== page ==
New York, Kansas, Massachusetts, and Delaware Become the latest States to Adopt Full Practice Authority for Nurse Practitioners

While the COVID-19 pandemic certainly created many obstacles and hardships, it also created many opportunities to try doing things differently. This can be seen in the instant rise of remote work opportunities, telehealth visits, and virtual meetings. Many States took the challenges of the pandemic and turned them into an opportunity to adjust the regulations governing licensed professionals, including for advanced practice registered nurses (APRNs).

Explosive Growth in Pot of Gold Opportunity for Bank (and Other) Cannabis Lenders Driving Erosion of the Barriers

Our original article on bank lending to the cannabis industry anticipated that the convergence of interest between banks and the cannabis industry would draw more and larger banks to the industry. Banks were awash in liquidity with limited deployment options, while bankable cannabis businesses had rapidly growing needs for more and lower cost credit. Since then, the pot of gold opportunity for banks to lend into the cannabis industry has grown exponentially due to a combination of market constraints on equity causing a dramatic shift to debt and the ever-increasing capital needs of one of the country’s fastest growing industries. At the same time, hurdles to entry of new banks are being systematically cleared as the yellow brick road to the cannabis industry’s access to the financial markets is being paved, brick by brick, by the progressively increasing number and size of banks that are now entering the market.

2021 EEOC Charge Statistics: Retaliation & Impact of Remote Work

The U.S. Equal Employment Opportunity Commission (EEOC) released its detailed information on workplace discrimination charges it received in 2021. Unsurprisingly, for the second year in a row, the total number of charges decreased as COVID-19 either shut down workplaces or disconnected employees from each other. In 2021, the agency received a total of approximately 61,000 workplace discrimination charges - the fewest in 25 years by a wide margin. For reference, the agency received over 67,000 charges in 2020, and averaged almost 90,000 charges per year over the previous 10 years.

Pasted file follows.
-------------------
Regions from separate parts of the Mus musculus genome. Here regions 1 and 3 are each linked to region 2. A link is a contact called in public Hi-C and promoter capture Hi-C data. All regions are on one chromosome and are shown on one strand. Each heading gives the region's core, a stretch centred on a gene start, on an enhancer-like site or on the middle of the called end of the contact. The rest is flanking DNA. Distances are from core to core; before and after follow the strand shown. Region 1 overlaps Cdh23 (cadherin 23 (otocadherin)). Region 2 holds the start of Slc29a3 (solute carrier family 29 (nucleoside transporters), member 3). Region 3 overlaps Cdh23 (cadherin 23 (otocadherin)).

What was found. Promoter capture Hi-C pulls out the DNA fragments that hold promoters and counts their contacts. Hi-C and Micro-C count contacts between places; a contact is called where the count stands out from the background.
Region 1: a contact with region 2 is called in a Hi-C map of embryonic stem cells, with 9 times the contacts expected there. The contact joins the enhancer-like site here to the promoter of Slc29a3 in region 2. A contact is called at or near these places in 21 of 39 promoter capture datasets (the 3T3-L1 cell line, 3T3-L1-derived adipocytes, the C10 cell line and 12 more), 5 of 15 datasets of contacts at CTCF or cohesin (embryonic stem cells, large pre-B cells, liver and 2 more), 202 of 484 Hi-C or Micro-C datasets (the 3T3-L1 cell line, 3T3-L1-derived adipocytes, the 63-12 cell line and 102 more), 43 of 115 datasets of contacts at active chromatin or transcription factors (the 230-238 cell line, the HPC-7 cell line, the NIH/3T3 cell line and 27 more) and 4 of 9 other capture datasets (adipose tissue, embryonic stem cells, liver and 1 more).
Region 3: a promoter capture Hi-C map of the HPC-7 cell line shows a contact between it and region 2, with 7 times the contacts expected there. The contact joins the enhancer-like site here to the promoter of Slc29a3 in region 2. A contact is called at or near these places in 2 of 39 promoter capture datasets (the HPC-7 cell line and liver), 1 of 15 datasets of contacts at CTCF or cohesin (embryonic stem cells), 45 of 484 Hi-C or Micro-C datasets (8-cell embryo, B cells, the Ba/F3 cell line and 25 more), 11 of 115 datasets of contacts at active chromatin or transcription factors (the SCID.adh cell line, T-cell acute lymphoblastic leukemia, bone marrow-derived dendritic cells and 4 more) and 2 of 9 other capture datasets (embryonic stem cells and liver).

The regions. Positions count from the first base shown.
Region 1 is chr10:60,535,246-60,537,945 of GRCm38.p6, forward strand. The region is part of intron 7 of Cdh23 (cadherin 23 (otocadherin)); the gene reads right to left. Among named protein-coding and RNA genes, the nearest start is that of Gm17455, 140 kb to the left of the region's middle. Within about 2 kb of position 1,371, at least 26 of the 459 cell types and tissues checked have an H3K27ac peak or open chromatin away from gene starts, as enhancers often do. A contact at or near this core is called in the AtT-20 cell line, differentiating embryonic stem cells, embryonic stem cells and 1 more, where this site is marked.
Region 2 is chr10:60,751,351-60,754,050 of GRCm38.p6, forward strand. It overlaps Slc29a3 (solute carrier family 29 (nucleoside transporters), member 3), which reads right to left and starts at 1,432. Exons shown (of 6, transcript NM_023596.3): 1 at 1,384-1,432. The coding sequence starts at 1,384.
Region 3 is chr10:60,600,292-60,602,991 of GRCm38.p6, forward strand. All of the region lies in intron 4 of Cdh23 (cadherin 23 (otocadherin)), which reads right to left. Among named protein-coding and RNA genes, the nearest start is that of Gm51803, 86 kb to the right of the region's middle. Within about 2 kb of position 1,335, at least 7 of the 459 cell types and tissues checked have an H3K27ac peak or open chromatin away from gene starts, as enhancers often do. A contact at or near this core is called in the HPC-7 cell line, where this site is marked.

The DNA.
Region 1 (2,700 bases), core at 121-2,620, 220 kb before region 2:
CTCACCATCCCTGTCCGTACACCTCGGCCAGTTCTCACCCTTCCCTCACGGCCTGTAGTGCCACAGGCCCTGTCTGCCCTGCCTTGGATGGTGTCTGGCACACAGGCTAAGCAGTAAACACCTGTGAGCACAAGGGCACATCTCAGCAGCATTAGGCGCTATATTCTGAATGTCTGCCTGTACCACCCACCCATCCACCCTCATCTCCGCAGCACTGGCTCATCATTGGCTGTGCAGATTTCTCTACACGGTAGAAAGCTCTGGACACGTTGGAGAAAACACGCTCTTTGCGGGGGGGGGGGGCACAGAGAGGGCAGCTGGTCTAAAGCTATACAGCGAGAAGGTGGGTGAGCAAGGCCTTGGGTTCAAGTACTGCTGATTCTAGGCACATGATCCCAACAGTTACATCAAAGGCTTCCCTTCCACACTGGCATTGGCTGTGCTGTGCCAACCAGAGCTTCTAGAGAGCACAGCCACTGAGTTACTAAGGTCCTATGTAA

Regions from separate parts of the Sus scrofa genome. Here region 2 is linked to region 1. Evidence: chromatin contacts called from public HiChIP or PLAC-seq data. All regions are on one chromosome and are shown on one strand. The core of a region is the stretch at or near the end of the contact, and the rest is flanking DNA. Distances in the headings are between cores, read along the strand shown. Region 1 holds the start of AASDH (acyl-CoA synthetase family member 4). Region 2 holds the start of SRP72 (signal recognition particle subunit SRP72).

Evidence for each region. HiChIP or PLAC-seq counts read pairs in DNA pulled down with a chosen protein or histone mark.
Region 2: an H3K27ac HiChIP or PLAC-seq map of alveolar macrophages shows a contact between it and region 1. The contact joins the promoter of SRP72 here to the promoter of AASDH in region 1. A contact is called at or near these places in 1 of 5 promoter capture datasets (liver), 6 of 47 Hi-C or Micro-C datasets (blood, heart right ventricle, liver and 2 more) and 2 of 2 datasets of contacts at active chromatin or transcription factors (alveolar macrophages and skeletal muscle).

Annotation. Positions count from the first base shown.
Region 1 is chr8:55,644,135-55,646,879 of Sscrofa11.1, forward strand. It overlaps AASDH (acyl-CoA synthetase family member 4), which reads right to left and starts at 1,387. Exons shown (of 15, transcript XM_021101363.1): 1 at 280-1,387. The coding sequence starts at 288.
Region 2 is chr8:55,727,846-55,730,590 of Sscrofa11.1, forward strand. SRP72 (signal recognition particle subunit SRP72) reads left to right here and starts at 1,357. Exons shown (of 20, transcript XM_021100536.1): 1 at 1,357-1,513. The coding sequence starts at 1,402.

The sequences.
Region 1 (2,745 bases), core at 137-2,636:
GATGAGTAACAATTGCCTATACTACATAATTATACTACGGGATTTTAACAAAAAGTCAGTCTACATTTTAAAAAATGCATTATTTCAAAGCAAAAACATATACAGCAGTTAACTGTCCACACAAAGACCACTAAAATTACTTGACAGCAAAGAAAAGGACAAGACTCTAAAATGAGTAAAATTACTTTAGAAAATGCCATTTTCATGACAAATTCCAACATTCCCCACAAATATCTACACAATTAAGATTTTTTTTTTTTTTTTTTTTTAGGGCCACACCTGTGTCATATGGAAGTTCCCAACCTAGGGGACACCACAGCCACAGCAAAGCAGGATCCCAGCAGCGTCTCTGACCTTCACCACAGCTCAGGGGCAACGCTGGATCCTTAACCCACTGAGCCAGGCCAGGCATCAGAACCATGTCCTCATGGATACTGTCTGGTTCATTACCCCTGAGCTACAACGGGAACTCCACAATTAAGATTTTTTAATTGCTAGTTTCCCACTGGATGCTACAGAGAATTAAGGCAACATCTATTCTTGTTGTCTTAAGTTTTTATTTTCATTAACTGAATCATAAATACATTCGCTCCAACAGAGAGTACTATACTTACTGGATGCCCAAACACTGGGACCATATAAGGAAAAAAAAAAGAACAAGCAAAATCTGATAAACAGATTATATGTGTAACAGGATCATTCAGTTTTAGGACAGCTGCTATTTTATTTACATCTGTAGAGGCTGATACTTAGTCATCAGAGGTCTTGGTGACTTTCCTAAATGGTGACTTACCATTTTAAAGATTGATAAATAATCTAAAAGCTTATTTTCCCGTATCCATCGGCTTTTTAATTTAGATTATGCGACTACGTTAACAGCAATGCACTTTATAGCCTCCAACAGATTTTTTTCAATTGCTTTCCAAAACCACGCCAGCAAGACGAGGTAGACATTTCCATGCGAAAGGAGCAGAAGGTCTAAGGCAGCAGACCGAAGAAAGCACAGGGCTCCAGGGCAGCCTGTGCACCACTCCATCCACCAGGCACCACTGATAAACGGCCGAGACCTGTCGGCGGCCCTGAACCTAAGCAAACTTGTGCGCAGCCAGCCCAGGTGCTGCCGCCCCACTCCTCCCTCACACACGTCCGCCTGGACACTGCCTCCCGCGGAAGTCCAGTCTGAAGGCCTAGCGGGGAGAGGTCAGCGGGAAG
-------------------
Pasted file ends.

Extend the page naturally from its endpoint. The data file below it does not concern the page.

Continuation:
Ohio’s Managed Care Overhaul Delayed – New Implementation Timeline

At the direction of Governor Mike DeWine, the Ohio Department of Medicaid (ODM) launched the Medicaid Managed Care Procurement process in 2019. ODM’s stated vision for the procurement was to focus on people and not just the business of managed care. This is the first structural change to Ohio’s managed care system since the Centers for Medicare & Medicaid Services' (CMS) approval of Ohio’s Medicaid program in 2005. Initially, all of the new managed care programs were supposed to be implemented starting on July 1, 2022. However, ODM Director Maureen Corcoran recently confirmed that this date will be pushed back for several managed care-related programs.

Laboratory Specimen Collection Arrangements with Contract Hospitals - OIG Advisory Opinion 22-09

On April 28, 2022, the Department of Health and Human Services, Office of Inspector General (“OIG”) published an Advisory Opinion[1] in which it evaluated a proposed arrangement where a network of clinical laboratories (the “Requestor”) would compensate hospitals (each a “Contract Hospital”) for specimen collection, processing, and handling services (“Collection Services”) for laboratory tests furnished by the Requestor (the “Proposed Arrangement”). The OIG concluded that the Proposed Arrangement would generate prohibited remuneration under the federal Anti-Kickback Statute (“AKS”) if the requisite intent were present. This is due to both the possibility that the proposed per-patient-encounter fee would be used to induce or reward referrals to Requestor and the associated risk of improperly steering patients to Requestor.